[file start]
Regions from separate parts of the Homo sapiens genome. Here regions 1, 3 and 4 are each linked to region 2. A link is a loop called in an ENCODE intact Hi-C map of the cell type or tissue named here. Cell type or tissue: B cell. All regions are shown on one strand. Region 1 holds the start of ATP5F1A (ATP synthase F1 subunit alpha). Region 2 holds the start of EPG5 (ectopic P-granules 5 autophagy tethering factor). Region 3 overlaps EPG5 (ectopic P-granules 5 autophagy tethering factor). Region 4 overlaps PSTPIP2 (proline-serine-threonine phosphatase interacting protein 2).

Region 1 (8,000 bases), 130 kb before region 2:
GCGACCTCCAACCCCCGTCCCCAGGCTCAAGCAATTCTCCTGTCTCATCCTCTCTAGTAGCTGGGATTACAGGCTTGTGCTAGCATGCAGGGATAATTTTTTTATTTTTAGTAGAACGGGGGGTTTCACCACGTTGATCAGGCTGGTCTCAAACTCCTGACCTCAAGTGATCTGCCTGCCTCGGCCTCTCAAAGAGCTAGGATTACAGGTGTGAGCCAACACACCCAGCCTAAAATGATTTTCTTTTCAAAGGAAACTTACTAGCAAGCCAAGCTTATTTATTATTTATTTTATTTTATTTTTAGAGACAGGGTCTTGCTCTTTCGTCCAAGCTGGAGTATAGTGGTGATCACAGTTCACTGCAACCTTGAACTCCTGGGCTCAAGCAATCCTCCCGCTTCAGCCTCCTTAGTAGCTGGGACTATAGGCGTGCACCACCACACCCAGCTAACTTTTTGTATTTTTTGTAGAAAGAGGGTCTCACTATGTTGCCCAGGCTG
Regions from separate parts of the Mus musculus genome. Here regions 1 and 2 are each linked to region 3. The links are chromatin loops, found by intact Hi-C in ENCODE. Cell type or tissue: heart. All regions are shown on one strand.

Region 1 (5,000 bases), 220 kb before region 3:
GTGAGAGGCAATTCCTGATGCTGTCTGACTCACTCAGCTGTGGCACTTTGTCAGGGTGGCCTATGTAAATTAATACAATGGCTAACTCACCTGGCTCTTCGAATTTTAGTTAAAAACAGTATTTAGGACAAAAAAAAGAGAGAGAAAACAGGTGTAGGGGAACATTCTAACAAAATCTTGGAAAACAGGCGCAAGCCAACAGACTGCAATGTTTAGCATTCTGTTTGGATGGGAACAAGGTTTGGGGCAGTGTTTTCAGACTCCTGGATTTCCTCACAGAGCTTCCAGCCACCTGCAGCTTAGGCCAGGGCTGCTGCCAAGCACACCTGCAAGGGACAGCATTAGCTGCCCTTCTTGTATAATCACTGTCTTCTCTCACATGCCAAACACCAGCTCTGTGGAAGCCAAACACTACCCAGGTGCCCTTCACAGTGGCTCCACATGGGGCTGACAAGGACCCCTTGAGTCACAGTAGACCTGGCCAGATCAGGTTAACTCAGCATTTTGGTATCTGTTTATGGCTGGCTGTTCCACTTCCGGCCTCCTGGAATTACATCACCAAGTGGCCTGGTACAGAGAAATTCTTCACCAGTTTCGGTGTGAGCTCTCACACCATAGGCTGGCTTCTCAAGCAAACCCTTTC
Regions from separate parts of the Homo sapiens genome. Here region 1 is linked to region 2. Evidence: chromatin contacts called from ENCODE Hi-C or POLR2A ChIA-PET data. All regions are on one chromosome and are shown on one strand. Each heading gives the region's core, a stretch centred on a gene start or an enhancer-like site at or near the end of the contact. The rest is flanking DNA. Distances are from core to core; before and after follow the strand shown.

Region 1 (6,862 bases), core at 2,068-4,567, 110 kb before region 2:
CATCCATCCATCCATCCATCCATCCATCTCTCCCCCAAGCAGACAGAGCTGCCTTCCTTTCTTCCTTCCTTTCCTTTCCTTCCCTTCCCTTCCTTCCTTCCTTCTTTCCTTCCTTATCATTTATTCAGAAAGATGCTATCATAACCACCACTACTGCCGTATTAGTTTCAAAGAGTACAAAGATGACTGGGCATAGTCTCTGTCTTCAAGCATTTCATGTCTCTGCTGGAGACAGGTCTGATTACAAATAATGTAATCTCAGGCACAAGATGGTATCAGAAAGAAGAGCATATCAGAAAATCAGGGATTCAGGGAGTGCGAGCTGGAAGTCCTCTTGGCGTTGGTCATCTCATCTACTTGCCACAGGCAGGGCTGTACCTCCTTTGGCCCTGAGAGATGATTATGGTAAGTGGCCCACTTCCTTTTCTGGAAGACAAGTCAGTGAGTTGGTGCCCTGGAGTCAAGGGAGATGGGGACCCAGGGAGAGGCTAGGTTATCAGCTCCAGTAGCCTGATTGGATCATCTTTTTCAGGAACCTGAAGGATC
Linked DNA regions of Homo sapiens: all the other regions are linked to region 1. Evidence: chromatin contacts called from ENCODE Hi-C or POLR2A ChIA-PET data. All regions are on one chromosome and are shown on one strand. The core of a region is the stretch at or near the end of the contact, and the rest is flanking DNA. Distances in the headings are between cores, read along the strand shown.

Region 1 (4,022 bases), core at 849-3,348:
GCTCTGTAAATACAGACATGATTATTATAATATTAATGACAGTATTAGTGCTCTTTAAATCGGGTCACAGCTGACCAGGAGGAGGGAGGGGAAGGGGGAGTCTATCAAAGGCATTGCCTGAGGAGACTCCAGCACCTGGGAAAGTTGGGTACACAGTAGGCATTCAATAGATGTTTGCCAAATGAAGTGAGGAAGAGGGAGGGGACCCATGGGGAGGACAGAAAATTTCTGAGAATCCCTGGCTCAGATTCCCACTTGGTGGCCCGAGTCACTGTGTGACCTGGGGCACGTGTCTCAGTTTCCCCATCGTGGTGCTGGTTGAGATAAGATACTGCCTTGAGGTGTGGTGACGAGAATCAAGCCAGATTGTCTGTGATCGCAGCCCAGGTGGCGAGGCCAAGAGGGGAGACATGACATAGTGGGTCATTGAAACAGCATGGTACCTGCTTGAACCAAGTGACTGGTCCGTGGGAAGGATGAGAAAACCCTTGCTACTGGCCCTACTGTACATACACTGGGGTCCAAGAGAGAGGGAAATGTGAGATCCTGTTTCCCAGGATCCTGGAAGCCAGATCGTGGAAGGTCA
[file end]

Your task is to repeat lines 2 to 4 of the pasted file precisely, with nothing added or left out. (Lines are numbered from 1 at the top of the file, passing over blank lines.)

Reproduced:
Region 1 (8,000 bases), 130 kb before region 2:
GCGACCTCCAACCCCCGTCCCCAGGCTCAAGCAATTCTCCTGTCTCATCCTCTCTAGTAGCTGGGATTACAGGCTTGTGCTAGCATGCAGGGATAATTTTTTTATTTTTAGTAGAACGGGGGGTTTCACCACGTTGATCAGGCTGGTCTCAAACTCCTGACCTCAAGTGATCTGCCTGCCTCGGCCTCTCAAAGAGCTAGGATTACAGGTGTGAGCCAACACACCCAGCCTAAAATGATTTTCTTTTCAAAGGAAACTTACTAGCAAGCCAAGCTTATTTATTATTTATTTTATTTTATTTTTAGAGACAGGGTCTTGCTCTTTCGTCCAAGCTGGAGTATAGTGGTGATCACAGTTCACTGCAACCTTGAACTCCTGGGCTCAAGCAATCCTCCCGCTTCAGCCTCCTTAGTAGCTGGGACTATAGGCGTGCACCACCACACCCAGCTAACTTTTTGTATTTTTTGTAGAAAGAGGGTCTCACTATGTTGCCCAGGCTG
Regions from separate parts of the Mus musculus genome. Here regions 1 and 2 are each linked to region 3. The links are chromatin loops, found by intact Hi-C in ENCODE. Cell type or tissue: heart. All regions are shown on one strand.